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April 3, 2009

Immigrant Oral Histories Class

Filed under: Events — debbie.miller@mnhs.org @ 8:55 am

Minnesota today is more ethnically diverse than at any time in its history. The work of documenting this diversity is challenging, and the Minnesota Historical Society has turned to oral history as a major tool as it reaches out into immigrant communities. The Society has undertaken a continuing succession of projects in cooperation with the Asian Indian, Tibetan, Somali, Hmong, Khmer (Cambodian) and Latino communities, and is working now to ensure that this remarkable collection of stories is available to educators statewide.

James Fogerty is head of documentary programs and director of the Society’s Oral History Office. He will discuss the immigrant oral histories and the challenges and rewards of working to ensure that the stories of these new Minnesotans become part of the state’s historical record.

  • Date: Tuesday April 7
  • Time: 6:00-7:30 p.m.
  • Location: Fraternal Congress classroom on the 2nd floor of the History Center
  • Price: MHS members $8, non-members $10
  • Register online.
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November 12, 2008

New Oral History Book

Filed under: Books, Resources — debbie.miller@mnhs.org @ 4:06 pm

Mentioned at the October researchers meeting, and now out:

The American Indian Oral History Manual: Making Many Voices Heard

by Charles E. Trimble (Lakota), Barbara W. Sommer, Mary Kay Quinlan
Walnut Creek, Calif.: Left Coast Press, Oct. 2008
160 pages; $22.95 paper
(25% discount on web orders through November 16)

Oral history is a widespread and well-developed research method in many fields, but the conduct of oral histories of and by American Indian peoples has unique issues and concerns that are too rarely addressed. This essential guide begins by differentiating between the practice of oral history and the ancient oral traditions of Indian cultures, detailing ethical and legal parameters, and addressing the different motivations for and uses of oral histories in tribal, community, and academic settings. Within that crucial context, the authors provide a practical, step-by-step guide to project planning, equipment and budgets, and the conduct and processing of interviews, followed by a set of examples from a variety of successful projects, key forms ready for duplication, and the Oral History Association Evaluation Guidelines. This vital manual will be the go-to text for everyone involved with oral history related to American Indians.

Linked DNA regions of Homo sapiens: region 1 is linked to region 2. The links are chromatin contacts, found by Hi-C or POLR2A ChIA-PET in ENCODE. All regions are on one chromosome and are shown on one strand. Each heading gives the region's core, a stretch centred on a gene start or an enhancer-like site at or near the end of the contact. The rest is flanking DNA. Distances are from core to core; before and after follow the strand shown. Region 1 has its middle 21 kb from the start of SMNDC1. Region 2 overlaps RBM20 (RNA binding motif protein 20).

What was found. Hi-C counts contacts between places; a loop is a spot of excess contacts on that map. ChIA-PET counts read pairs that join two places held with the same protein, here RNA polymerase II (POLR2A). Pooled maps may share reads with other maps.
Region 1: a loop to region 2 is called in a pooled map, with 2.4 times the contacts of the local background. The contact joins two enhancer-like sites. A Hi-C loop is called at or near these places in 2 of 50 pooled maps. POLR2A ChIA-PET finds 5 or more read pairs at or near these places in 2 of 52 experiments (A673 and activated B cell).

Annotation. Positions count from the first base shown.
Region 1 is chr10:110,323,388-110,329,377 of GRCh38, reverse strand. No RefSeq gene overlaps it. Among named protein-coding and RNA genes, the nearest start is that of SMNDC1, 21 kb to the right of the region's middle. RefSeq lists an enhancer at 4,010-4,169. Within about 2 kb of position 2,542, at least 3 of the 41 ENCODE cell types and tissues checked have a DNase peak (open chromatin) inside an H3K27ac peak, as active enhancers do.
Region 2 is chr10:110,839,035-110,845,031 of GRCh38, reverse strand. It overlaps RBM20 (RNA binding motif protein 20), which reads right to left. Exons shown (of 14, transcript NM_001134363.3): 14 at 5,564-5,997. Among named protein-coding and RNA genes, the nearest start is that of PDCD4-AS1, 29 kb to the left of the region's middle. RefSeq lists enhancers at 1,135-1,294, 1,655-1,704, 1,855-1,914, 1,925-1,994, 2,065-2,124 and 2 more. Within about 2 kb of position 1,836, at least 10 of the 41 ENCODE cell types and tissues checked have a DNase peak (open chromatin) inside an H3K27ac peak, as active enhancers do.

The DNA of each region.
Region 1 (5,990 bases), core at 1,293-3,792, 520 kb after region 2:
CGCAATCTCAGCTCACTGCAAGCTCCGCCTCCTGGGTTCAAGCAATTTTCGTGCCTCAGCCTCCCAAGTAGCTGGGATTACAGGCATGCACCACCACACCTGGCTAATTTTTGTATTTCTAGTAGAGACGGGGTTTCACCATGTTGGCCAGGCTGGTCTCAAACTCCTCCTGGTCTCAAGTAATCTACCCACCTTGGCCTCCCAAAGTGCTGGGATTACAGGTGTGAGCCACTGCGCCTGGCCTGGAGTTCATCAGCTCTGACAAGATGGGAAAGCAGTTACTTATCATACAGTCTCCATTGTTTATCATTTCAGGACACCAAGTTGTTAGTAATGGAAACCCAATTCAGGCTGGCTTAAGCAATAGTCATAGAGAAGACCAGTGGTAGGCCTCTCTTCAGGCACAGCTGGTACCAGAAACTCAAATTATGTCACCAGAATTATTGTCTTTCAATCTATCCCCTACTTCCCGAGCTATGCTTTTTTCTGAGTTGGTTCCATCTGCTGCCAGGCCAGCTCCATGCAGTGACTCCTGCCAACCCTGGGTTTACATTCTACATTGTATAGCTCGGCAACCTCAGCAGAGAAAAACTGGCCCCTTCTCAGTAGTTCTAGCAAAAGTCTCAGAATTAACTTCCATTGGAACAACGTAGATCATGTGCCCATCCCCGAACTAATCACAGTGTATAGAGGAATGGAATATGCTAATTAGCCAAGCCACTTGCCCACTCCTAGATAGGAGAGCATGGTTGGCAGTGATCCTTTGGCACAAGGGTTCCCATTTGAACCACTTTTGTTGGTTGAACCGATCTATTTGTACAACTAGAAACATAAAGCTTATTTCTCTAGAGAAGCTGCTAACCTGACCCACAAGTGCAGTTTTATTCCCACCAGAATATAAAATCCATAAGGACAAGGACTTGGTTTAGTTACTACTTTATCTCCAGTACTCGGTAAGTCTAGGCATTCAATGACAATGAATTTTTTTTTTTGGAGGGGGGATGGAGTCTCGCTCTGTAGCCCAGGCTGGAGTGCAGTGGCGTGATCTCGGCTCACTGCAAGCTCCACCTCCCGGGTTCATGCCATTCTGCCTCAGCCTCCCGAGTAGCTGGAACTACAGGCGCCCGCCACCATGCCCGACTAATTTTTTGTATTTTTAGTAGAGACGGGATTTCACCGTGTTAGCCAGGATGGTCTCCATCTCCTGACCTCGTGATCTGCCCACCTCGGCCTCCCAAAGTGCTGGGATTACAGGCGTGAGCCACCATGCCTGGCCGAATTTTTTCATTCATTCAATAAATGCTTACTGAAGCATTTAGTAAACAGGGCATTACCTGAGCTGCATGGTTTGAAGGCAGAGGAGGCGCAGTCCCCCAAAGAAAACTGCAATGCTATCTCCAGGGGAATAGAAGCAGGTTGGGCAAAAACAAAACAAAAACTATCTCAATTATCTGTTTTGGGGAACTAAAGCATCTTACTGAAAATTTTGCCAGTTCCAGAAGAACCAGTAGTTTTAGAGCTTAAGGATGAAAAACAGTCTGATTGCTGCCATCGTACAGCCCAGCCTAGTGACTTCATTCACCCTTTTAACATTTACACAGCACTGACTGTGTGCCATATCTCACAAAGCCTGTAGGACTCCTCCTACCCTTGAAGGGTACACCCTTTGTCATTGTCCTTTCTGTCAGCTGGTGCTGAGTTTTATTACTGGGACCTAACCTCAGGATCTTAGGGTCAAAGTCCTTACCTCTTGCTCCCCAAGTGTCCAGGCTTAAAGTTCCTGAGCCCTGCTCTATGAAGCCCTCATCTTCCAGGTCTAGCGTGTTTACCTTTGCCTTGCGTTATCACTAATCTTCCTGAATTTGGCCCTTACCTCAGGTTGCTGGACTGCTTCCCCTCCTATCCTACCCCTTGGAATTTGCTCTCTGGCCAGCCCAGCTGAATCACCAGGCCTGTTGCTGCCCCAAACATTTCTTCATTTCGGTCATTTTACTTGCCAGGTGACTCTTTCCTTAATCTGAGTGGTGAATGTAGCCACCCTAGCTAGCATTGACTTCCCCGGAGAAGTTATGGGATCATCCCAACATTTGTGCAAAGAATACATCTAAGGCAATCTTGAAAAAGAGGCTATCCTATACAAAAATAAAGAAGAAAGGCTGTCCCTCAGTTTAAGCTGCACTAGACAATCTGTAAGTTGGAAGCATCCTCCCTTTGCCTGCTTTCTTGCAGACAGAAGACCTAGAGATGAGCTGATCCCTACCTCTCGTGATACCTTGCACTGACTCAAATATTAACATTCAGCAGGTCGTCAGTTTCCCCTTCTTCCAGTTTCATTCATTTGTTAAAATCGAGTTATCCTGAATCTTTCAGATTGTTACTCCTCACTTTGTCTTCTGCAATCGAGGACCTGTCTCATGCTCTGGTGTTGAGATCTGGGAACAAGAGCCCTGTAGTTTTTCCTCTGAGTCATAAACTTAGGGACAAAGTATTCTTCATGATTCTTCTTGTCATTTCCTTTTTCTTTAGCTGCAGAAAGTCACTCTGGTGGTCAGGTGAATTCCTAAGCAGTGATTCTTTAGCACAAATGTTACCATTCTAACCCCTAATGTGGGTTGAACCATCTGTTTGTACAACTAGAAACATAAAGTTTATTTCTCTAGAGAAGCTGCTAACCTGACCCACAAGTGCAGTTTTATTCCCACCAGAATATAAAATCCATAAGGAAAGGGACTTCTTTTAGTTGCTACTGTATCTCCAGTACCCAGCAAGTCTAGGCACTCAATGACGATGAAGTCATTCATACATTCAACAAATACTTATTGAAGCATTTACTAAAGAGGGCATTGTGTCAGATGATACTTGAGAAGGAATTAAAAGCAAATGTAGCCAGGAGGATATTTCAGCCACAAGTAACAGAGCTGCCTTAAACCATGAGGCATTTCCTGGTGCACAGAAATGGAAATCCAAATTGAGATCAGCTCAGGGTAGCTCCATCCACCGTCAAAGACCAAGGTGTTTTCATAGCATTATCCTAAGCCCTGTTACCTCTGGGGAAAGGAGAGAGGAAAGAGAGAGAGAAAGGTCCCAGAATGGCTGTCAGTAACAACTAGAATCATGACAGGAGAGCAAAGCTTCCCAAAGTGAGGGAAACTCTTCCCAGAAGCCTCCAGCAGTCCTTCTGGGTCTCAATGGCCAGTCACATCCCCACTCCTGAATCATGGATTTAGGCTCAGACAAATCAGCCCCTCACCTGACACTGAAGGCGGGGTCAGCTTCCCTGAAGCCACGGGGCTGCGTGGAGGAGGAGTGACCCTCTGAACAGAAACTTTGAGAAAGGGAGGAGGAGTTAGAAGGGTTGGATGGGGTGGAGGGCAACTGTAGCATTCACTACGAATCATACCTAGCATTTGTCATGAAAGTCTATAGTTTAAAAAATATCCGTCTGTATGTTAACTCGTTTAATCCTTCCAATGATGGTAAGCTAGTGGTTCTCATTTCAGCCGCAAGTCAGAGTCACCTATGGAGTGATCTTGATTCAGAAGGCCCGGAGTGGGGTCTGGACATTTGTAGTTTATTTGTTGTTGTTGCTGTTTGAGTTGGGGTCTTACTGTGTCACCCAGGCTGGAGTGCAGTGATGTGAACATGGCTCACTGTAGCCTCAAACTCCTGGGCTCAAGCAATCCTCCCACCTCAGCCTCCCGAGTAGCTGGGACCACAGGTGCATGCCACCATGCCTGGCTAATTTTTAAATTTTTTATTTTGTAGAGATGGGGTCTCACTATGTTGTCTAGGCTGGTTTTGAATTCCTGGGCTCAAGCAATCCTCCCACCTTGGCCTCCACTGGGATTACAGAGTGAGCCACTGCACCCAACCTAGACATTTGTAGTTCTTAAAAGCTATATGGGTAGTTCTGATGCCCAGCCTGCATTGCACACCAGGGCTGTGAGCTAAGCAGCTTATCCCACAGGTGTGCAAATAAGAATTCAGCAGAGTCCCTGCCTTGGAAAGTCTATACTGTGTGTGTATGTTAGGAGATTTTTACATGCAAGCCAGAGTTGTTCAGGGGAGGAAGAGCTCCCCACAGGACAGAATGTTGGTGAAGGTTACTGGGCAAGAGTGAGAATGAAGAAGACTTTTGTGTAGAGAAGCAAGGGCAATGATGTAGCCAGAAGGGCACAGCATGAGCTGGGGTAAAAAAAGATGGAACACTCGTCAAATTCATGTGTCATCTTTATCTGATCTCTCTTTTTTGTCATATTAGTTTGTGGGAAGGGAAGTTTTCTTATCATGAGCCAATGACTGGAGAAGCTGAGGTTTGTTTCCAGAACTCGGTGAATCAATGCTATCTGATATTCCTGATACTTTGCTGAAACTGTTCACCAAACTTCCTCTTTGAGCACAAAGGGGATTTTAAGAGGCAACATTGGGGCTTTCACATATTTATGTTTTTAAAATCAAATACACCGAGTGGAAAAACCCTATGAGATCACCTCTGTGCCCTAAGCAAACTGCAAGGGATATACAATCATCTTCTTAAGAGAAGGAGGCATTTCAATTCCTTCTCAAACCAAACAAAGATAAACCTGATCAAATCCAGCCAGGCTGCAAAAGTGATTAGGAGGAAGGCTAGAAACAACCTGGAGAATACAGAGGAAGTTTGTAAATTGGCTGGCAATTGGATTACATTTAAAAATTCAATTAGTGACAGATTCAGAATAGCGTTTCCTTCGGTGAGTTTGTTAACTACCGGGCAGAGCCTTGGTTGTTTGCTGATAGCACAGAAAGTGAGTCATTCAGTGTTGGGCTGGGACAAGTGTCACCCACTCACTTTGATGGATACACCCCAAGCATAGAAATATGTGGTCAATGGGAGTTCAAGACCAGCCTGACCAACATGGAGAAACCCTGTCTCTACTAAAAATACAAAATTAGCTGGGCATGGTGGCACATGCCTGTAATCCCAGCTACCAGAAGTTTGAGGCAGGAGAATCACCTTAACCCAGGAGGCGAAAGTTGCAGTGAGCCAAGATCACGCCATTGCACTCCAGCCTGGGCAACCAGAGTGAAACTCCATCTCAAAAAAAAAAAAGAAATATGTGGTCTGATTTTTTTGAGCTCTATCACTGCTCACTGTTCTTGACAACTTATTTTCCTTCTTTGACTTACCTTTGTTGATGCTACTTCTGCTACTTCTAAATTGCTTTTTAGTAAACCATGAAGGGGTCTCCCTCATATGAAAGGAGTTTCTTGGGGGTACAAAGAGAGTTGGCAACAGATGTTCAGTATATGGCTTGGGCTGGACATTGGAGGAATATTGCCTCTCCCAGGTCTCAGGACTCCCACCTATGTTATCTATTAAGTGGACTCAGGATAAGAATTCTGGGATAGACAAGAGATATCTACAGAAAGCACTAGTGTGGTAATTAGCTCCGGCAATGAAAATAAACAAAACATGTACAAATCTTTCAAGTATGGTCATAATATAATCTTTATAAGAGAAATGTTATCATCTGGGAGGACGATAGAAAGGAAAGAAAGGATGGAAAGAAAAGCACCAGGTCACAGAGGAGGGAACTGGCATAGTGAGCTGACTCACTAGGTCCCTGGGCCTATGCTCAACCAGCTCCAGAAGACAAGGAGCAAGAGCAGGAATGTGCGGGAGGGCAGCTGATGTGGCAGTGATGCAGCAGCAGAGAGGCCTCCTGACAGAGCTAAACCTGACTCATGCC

“This is an excellent guide and sourcebook for anyone conducting oral history projects in Native American and Alaska Native contexts. The guide is equally helpful for those working in villages, reservations, and heterogeneous schools. Although written with the Lower 48 in mind, the book’s suggestions and information are relevant throughout North America. The writing is good and clear, the organization helpful, the suggestions right on point. The section on intellectual copyright is a particularly valuable contribution to the literature. The guide is both timely and timeless: its treatment of the ever-changing realm of recording equipment, which wisely references Internet resources, will remain useful for many years to come.”

-Patricia H. Partnow, Ph.D.
Vice President of Cultural and Educational Services
Alaska Native Heritage Center

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